HC Deb 05 April 2001 vol 366 cc278-9W
Mr. Boswell

To ask the Secretary of State for Education and Employment what proportion of parents are(a) expected to and (b) discharge their obligations to fund their children who are students under the student support arrangements. [155874]

Mr. Wicks

[holding answer 28 March 2001]: In England and Wales students on undergraduate courses and their families are expected to make a contribution towards their tuition fees and living costs (maintenance) only if they can afford to do so.

In academic year 1998–99, the latest year for which data are available, the proportion of higher education students whose parents were assessed to pay towards their support under the Education (Student Support) Regulations and who were assessed to contribute towards their fees was 65 per cent. Of these, an estimated 41 per cent. were assessed to pay the full support (£1,000 in 1998–99) and 24 per cent. were assessed to pay a partial contribution towards fees.

Data on parental contributions to tuition fees and to students' maintenance are available from the Student Income and Expenditure Survey in 1998–99. Based on a nationally representative sample of just over 2000 full-time students the survey estimates that the parents of 42 per cent. of students were assessed to make a contribution towards maintenance. Of these students 50 per cent. received more than the assessed amount, 20 per cent. received the exact amount, while the remaining 30 per cent. received less than the assessed amount.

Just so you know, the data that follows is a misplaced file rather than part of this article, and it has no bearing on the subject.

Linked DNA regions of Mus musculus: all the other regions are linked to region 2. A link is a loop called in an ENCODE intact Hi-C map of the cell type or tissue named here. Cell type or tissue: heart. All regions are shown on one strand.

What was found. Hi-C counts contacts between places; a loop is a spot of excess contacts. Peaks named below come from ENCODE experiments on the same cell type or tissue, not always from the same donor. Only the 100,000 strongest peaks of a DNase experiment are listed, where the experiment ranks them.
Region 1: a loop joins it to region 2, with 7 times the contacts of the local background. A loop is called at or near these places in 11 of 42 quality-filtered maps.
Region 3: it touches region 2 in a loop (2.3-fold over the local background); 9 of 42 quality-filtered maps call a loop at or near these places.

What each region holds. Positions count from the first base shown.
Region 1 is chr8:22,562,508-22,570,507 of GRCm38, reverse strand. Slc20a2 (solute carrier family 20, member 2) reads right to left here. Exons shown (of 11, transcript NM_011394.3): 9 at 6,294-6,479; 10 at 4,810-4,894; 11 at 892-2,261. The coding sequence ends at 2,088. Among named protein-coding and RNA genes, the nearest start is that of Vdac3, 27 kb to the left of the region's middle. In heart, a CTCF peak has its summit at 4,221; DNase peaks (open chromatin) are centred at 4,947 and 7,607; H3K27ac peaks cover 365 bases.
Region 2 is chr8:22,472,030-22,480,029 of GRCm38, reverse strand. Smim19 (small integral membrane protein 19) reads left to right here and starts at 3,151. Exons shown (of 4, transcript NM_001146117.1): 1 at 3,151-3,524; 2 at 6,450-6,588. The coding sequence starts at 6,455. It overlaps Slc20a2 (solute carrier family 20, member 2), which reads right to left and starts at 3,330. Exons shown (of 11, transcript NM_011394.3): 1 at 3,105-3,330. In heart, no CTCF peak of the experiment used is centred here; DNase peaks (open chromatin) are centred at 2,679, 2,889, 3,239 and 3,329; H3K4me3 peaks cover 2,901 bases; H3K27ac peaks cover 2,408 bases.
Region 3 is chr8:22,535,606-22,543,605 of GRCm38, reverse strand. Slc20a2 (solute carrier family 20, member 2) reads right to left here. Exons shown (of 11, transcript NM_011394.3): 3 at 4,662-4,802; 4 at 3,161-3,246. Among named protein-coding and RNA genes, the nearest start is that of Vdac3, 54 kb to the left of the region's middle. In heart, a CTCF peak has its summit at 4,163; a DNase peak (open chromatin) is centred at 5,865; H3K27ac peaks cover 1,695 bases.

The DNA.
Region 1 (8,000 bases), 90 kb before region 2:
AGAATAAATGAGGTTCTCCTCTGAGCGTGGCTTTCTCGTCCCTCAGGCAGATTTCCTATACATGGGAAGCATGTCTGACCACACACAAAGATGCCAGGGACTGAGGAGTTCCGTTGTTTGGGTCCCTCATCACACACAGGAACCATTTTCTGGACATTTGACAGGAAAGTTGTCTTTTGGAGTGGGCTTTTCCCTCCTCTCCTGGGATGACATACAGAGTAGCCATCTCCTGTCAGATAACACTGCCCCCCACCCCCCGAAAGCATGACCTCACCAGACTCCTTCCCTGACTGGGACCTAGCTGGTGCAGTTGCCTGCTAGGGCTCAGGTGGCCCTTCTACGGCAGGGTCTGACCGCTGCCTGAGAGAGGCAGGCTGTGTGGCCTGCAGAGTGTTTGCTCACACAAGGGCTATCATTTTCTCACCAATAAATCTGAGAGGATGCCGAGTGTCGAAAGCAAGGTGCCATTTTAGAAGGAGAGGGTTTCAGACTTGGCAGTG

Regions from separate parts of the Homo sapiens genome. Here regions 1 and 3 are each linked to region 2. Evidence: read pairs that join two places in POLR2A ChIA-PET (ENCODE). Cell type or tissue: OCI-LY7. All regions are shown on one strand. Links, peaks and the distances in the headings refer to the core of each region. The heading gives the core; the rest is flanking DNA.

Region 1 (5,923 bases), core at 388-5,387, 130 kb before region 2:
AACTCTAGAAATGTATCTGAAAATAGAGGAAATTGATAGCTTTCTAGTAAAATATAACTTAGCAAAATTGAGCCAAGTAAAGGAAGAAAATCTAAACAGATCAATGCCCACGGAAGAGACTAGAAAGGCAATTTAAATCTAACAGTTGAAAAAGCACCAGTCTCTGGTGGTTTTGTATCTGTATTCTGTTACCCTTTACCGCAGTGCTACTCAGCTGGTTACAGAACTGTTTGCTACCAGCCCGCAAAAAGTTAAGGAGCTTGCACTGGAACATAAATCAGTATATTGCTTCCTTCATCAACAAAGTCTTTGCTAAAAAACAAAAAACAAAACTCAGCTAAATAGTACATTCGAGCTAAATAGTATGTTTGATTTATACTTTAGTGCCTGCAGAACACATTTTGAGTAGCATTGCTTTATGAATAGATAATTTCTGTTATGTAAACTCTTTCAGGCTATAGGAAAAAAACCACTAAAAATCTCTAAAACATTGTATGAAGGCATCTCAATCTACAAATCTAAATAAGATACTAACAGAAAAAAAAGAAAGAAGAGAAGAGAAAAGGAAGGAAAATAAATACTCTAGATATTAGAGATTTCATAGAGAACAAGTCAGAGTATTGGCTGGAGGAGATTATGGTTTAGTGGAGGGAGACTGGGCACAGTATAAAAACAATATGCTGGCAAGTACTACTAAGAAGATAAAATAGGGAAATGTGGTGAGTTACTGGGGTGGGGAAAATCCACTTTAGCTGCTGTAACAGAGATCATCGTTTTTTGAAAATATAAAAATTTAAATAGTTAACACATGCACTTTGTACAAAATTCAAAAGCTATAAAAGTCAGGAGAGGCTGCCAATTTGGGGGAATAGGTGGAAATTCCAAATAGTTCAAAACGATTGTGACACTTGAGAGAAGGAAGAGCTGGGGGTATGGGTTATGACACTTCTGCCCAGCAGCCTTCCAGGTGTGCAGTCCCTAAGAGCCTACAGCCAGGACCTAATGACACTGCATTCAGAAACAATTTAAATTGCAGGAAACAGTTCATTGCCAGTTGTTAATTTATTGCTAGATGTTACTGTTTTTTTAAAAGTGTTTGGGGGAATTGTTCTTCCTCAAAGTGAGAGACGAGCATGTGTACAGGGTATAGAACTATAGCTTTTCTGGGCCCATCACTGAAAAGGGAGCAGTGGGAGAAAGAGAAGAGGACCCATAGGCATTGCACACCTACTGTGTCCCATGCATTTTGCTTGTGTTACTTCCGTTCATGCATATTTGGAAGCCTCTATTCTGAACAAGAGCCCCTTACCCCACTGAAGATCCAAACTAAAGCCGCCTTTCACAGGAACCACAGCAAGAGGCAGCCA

The new student support arrangements introduced in 1999–2000 more than doubled the maximum amount of student loan from £1,685 to £3,635, in order to ensure that parents pay no more in upfront contributions than under the previous system. The value of the loan under the new arrangements increased, in cash terms, by 62 per cent. between 1997–98 and 1998–99 (the transitional year) and by 116 per cent. between 1997–98 and 1999–2000 when support for living costs was solely through loans (except for students in vulnerable groups who are also eligible for supplementary grants).

In 1998–99 only first year students were liable to pay tuition fees. In the Student Income and Expenditure Survey 42 per cent. of first year students said that their parents had been assessed to make a contribution towards fees, and of these four in five said that they had received the full amount. The one in five students who reported receiving less than the full parental contribution to fees is based on a small sample of students (237). This small number, although the result of a nationally representative sample, is subject to sampling error.

Universities UK (formerly the Committee of Vice-Chancellors and Principals) conducts periodic surveys of fee payment to higher education institutions. The latest, in November 2000, estimated that 97 per cent. of students' fee contributions for the previous academic year would be paid by the end of October 2000.